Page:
Hydrogen Fuel Cell: Still the Car of the Future?

As the global attitude toward traditional energy sources continues to deflate, it feels like electric vehicles are here to stay. As we pointed out in our piece Electric Cars: Turn and Face the Strange Ch-Ch-Changes, several leading automakers have plans to create new EV models or expand their current lineup before 2020. So why, when most manufacturers are placing all their eggs in the electric basket, are Japanese automakers—specifically Toyota—spending billions of dollars in developing hydrogen fuel technology? What do they see that the rest of us are missing?

The Pros and Cons

Toyota has long praised a pro-hydrogen initiative, insisting it to be the sustainable fuel source of the future. And indeed, it has a lot going for it. Similar to EVs, hydrogen fuel cell vehicles run on an electric motor and produce no tailpipe emissions. Unlike their electric counterparts however, fuel cell vehicles don’t require long charging times. Drivers can fill up in a matter of minutes at a fueling station similar to those used for traditional gasoline. What’s more, because this technology produces power by harnessing the electricity caused when oxygen bonds to liquid hydrogen, fuel cell cars create water as a byproduct. That water is technically drinkable, although it’s not recommended. Still, who thought we’d live in a time when you could water your plants with car exhaust?

Despite these advantages, however, hydrogen vehicles still have a few glaring drawbacks. Namely, their cost. Right now, fuel cell production relies on using the exceedingly expensive precious metal platinum as a catalyst to generate electricity. Much of that production cost gets passed on to the consumer, pricing hydrogen vehicles out of the mainstream market. And even though most fuel cell vehicles get a longer range than comparable EVs, hydrogen fueling stations are extremely rare. For example, in the US, California is the only state that offers substantial infrastructure for this alternative fuel, with 36 stations. By comparison, most electric vehicles come with a charging cord that can be plugged in anywhere there is a properly grounded wall socket.

Is Dedication the Key to Success?

That doesn’t seem to be deterring Toyota, though. They recently announced that although they plan to join the race in developing a long-range battery-electric car, they will not be giving up on fuel cell technology. This commitment to a less popular and more expensive alternative is largely sustained by enthusiastic support from the Japanese government. Reuters reports that “Prime Minister Shinzo Abe is pushing his vision of vehicles, houses, and power stations using hydrogen to end Japan’s energy crisis since the 2011 Fukushima disaster, which led to a dramatic drop in electricity production from its nuclear plants.”

So, this country-wide adoption of clean fuel does more than fight climate change. It allows Japan to develop a more independent energy source, as hydrogen can be produced all over the world. A worthwhile endeavor, since Japan currently relies heavily on imported foreign oil from volatile regions. The 2020 Tokyo Olympics is being publicized by the government as the defining moment to welcome a truly hydrogen society, as they plan to have much of the necessary infrastructure in place by then.

Ends Justifying Means

But the Japanese government isn’t the only bee in Toyota’s bonnet. Recently, the automaker teamed up with Honda and oil giant Shell to help realize its hydrogen dreams. The latter perhaps being an unlikely ally, but one who shares an interest in outpacing Tesla and profiting in the energy sector. Together they plan to invest millions in building and improving hydrogen fueling stations across California. “With companies like Shell supporting hydrogen refueling infrastructure, the motoring public and the investment communities will take note that hydrogen is going to be a major part of the future of clean, low carbon mobility,” said Steve Center, vice president, Connected and Environmental Business Development for American Honda Motor Co., Inc. in a Toyota press release.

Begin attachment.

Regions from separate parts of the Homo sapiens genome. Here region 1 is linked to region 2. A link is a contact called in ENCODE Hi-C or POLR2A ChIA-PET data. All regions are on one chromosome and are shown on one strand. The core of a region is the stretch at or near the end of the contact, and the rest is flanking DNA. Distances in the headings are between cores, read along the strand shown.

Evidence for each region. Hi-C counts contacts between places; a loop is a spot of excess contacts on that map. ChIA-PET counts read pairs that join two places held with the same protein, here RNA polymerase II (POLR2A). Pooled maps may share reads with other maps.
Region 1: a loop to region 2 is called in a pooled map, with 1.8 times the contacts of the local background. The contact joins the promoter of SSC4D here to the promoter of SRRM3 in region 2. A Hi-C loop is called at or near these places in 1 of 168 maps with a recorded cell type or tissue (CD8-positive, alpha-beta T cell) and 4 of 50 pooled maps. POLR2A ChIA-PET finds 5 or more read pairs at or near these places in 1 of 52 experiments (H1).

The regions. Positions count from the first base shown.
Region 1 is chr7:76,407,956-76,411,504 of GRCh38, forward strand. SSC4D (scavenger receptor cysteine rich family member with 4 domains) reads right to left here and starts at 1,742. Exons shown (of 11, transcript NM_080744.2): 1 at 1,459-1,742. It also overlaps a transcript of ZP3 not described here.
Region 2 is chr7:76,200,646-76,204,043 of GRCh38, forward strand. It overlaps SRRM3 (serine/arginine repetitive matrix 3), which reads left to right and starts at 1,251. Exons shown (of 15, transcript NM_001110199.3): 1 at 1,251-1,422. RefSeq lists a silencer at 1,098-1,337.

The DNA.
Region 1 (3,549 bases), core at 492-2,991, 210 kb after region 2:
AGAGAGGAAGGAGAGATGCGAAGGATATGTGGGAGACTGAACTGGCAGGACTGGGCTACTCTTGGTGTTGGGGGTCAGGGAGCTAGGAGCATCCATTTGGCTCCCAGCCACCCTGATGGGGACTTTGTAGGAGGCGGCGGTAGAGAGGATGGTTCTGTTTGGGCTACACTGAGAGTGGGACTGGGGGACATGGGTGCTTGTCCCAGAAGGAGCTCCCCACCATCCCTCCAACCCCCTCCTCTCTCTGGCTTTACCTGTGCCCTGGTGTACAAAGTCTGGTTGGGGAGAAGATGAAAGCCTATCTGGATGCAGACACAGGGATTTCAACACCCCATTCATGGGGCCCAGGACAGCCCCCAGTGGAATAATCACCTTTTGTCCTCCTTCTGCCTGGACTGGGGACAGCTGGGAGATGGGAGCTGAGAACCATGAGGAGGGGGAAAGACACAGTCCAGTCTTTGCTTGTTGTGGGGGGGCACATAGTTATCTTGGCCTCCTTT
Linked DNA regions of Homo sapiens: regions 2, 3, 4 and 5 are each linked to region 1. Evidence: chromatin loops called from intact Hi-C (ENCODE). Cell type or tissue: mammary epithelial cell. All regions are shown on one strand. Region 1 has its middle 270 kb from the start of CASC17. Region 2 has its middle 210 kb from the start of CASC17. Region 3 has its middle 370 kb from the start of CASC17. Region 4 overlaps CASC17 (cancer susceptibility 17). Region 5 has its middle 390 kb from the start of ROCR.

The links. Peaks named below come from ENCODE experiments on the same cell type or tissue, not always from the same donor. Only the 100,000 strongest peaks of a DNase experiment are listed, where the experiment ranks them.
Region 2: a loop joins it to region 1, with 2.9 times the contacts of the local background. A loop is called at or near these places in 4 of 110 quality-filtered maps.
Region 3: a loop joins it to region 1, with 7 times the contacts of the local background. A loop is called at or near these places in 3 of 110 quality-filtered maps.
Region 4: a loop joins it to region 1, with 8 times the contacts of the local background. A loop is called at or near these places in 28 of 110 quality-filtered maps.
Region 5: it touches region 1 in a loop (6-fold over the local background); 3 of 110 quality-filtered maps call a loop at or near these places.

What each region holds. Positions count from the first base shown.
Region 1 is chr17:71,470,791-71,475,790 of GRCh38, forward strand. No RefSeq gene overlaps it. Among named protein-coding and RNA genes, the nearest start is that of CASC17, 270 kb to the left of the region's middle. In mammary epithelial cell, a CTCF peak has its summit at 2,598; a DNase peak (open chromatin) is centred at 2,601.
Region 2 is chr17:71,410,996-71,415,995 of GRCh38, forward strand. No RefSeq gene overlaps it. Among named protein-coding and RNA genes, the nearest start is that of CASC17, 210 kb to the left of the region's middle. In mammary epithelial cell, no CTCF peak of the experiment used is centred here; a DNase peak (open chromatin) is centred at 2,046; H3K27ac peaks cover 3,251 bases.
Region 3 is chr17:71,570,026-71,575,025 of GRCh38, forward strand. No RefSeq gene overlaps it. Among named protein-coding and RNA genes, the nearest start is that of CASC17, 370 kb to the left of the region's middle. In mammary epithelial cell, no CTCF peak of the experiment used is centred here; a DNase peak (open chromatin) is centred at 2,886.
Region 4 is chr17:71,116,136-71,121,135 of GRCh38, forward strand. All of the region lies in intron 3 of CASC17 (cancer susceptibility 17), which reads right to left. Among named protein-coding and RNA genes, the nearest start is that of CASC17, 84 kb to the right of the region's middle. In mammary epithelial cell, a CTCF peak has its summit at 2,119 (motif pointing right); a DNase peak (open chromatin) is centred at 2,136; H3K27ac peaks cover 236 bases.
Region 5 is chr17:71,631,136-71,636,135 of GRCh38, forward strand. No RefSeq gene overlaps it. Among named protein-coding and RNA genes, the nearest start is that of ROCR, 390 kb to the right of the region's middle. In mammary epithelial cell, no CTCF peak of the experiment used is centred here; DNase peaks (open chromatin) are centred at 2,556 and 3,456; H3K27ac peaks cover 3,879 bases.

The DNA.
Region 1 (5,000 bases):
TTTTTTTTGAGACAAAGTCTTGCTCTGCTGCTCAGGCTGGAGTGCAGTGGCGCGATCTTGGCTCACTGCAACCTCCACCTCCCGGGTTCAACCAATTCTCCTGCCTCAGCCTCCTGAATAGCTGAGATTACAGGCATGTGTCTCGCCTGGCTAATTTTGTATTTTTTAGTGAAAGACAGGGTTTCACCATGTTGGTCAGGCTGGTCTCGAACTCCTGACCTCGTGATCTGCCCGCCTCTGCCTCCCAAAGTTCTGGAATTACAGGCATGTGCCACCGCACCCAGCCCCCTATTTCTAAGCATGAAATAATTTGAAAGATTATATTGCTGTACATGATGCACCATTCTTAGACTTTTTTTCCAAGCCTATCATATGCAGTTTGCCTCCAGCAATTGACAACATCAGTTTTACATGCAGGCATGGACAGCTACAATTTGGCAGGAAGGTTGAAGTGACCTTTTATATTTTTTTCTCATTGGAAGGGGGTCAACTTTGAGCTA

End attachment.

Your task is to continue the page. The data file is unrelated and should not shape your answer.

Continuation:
Basically, monkey see monkey do. If hydrogen initiatives in California are successful, the rest of the US market might follow suit, with similar hopes for China. Because if there’s one thing we’ve learned in life, it’s the popular kids who set the trends. If the aggressive driving forces of such major players push a fuel-cell market, there’s a good chance it will come faster.

Same Old Story…Or is it?

Opponents will say But we’ve been hearing this for forty years! And they’re right. Hydrogen fuel cell technology is nothing new. And when exactly this alt-fueled future is set to arrive is still fuzzy. Meanwhile, electric battery technology advances every day, getting cheaper in the process. Plus there’s still the environmental hurdle to jump. Yes, EVs face questions of sustainable metal-sourcing methods and battery disposal management. But over 95% of today’s hydrogen is still produced by fossil fuel. Creating clean fuel with dirty fuel is incredibly self-defeating.

That’s not to say we won’t see this take hold in Japan, though. If the government is backing its country’s automakers, funding infrastructure development, and pushing engineers to discover cheaper and cleaner methods of production, hydrogen fuel cell vehicles could very well begin gaining on EVs in the race for alternative energy. And besides, as today’s market loves to demonstrate—it’s good to have options, right?

Some exciting breakthroughs have recently been made in hydrogen technology. So stay tuned, as we’ll be discussing what that could mean for the future of driving. In the meantime, tell us what you think about fuel cell cars in the comments!


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